North Dakota State University
NDSU Extension Service

How Do I Love Thee? Let Us Consider All The Ways

From the moment we find out a baby is on the way, we begin to think in terms of hopes and fears and love. It is love that carries us over the sleepless nights, temper tantrums, toilet learning accidents and mysteriously broken vases.

Loving a young child isn't always easy, but it's always necessary. Children thrive and succeed because they feel loved and cared for. How can we be sure our children are feeling loved and capable? Here are a few ideas:

Devoting Resources

Resources such as time, money and energy are ways to determine who or what a family's priorities are. Children quickly pick up on what is most valuable to their parents.

When a parent spends more time with television, outside activities or other people, family members can feel abandoned. One-on-one time with a caring parent is chosen most often by preschoolers as their favorite activity.

Money and material resources need to be distributed fairly (not necessarily evenly) to family members according to their needs (not their wants). We can begin to teach this lesson very early by treating everyone as individuals.

Two children are having a snack. Their parent counts out 10 raisins for each child and places them in front of the children. The older child quickly eats her raisins and asks for more. The second child has eaten only five raisins. The parent dutifully counts out five more for each. In the end, the hungry child goes away still hungry, needing more but tired of asking. The other child leaves, eight raisins still laying on the table.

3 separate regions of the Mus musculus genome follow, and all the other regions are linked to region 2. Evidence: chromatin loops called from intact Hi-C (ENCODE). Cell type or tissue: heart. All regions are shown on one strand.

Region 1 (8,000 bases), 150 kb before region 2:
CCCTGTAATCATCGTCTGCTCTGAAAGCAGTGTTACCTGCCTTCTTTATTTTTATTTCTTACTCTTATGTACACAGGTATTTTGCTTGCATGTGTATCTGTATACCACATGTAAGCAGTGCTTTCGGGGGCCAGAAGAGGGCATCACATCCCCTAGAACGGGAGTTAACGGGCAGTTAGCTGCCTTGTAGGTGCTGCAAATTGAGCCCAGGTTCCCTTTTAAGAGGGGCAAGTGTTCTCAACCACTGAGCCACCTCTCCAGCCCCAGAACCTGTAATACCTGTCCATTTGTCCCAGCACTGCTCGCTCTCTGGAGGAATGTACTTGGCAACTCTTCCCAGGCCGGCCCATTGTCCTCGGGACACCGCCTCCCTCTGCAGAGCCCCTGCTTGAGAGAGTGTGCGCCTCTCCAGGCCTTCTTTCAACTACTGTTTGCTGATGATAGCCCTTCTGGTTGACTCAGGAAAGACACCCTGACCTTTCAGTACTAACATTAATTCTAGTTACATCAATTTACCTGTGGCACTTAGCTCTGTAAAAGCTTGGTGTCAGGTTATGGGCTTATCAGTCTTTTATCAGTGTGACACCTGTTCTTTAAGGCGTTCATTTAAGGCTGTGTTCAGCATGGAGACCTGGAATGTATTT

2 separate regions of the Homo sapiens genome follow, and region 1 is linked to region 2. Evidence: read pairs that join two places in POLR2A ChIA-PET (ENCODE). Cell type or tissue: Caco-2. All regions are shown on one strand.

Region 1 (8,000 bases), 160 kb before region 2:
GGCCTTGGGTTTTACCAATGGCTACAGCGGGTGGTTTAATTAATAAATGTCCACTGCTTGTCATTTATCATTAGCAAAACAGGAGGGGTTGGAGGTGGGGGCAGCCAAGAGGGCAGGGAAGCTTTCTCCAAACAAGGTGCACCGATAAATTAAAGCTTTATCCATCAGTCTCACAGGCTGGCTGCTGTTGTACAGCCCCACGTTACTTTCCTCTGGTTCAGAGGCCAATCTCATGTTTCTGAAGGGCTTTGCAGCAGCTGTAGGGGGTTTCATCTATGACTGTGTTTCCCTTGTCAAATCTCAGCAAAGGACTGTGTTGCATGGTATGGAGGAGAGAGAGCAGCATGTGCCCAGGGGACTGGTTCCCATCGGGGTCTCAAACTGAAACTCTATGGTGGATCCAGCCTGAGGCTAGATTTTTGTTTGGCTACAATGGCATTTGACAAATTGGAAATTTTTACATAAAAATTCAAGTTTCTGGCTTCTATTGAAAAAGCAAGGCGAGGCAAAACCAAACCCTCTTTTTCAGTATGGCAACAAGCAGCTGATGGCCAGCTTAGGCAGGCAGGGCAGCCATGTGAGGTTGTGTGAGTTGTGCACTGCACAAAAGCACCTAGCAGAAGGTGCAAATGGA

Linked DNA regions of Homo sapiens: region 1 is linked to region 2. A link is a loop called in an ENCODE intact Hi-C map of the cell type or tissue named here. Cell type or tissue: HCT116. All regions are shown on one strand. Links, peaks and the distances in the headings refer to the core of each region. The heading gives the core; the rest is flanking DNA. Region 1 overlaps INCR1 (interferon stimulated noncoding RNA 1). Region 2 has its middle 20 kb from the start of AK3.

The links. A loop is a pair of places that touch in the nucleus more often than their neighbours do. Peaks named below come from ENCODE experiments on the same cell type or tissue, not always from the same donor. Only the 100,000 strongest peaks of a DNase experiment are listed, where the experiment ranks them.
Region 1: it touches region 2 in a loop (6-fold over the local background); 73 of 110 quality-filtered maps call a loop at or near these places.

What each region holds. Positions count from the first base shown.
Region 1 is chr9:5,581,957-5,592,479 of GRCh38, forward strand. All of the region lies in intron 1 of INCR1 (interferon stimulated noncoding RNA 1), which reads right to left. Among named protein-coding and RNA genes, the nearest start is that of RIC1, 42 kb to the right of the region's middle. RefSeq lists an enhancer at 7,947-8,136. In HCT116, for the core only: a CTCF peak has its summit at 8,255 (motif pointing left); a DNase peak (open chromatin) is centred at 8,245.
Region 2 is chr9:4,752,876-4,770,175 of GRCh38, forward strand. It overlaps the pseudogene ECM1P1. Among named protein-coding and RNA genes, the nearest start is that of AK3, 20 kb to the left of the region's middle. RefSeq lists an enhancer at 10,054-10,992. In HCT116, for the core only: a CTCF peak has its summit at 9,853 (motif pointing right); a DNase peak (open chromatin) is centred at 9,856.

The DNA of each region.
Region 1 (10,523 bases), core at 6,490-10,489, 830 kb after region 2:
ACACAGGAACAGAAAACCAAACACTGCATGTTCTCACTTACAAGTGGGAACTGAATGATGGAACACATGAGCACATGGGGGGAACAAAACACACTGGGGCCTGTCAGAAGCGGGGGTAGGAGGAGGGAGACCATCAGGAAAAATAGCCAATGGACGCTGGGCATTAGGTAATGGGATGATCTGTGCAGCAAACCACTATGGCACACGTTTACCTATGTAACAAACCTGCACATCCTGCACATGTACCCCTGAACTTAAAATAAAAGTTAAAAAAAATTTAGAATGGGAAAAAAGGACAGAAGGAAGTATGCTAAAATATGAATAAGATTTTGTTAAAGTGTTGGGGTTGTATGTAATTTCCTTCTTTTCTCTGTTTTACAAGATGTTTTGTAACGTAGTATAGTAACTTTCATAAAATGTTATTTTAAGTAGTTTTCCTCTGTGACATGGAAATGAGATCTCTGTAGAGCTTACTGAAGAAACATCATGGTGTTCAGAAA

This simplistic story illustrates the importance of giving to children according to their needs. It would have made more sense to ask each child, "How many raisins would you like? A few or a lot?" When everyone is satisfied that they are being treated in a unique way according to their needs, peace will prevail and everyone will feel valued.

There is another side of the money "coin." Making money consumes much of an adult's life. When adults say no to extra hours and weekend work projects, they are saying yes to family activities. The characteristics of a successful career and a happy family often disagree.

Parents of preschoolers often report that at the end of a busy day they are suffering from an energy shortage. "At-home" parents look forward to turning childcare responsibilities over to their working spouse at 5 p.m. Working parents, excited to see their children, have to work hard at re-energizing for the "second shift" -- parenthood and housework.

Energy is at a premium in every busy parent's life. Consider your goals for each of your energy-consuming activities. If you enjoy running to keep in good shape, choose a safe place to run and ride, and invite your preschooler to bike, trike or stroller along. If housework is zapping your energy, try teaching your children how to help. Prioritize what is most important, and work together to accomplish it. When you are finished, share the joy of a job well done and play something fun together.

When parents channel their last drop of energy for the day into reading a comforting storybook for bedtime instead of dusting or watching television, the child falls asleep reassured that he is important to his parents. When household income is dedicated to quality care and the child's needs are best met, children feel loved and secure.